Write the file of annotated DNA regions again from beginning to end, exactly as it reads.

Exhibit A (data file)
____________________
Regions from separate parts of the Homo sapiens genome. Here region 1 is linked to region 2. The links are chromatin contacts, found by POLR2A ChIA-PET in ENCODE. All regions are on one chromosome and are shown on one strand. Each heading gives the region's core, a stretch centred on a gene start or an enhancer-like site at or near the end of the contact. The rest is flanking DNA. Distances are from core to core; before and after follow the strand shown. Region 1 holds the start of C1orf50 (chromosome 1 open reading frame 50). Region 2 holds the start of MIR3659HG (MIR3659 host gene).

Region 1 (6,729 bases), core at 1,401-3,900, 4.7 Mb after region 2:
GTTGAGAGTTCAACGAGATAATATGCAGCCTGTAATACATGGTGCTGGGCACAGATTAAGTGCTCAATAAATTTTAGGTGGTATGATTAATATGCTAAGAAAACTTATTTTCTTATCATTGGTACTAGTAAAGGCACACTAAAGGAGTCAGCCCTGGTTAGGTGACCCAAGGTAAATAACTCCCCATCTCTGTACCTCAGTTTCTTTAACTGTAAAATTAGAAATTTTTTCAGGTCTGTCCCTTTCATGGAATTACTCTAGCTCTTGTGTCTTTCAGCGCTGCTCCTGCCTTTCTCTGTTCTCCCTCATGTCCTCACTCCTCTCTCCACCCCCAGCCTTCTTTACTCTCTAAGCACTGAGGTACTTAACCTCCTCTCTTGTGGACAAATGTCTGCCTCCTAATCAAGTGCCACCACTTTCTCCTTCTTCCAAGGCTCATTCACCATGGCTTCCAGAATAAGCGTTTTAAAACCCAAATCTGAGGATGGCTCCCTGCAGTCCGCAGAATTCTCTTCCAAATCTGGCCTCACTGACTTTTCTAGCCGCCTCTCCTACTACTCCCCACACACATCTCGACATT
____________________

Regions from separate parts of the Homo sapiens genome. Here region 1 is linked to region 2. The links are chromatin contacts, found by POLR2A ChIA-PET in ENCODE. All regions are on one chromosome and are shown on one strand. Each heading gives the region's core, a stretch centred on a gene start or an enhancer-like site at or near the end of the contact. The rest is flanking DNA. Distances are from core to core; before and after follow the strand shown. Region 1 holds the start of C1orf50 (chromosome 1 open reading frame 50). Region 2 holds the start of MIR3659HG (MIR3659 host gene).

Region 1 (6,729 bases), core at 1,401-3,900, 4.7 Mb after region 2:
GTTGAGAGTTCAACGAGATAATATGCAGCCTGTAATACATGGTGCTGGGCACAGATTAAGTGCTCAATAAATTTTAGGTGGTATGATTAATATGCTAAGAAAACTTATTTTCTTATCATTGGTACTAGTAAAGGCACACTAAAGGAGTCAGCCCTGGTTAGGTGACCCAAGGTAAATAACTCCCCATCTCTGTACCTCAGTTTCTTTAACTGTAAAATTAGAAATTTTTTCAGGTCTGTCCCTTTCATGGAATTACTCTAGCTCTTGTGTCTTTCAGCGCTGCTCCTGCCTTTCTCTGTTCTCCCTCATGTCCTCACTCCTCTCTCCACCCCCAGCCTTCTTTACTCTCTAAGCACTGAGGTACTTAACCTCCTCTCTTGTGGACAAATGTCTGCCTCCTAATCAAGTGCCACCACTTTCTCCTTCTTCCAAGGCTCATTCACCATGGCTTCCAGAATAAGCGTTTTAAAACCCAAATCTGAGGATGGCTCCCTGCAGTCCGCAGAATTCTCTTCCAAATCTGGCCTCACTGACTTTTCTAGCCGCCTCTCCTACTACTCCCCACACACATCTCGACATT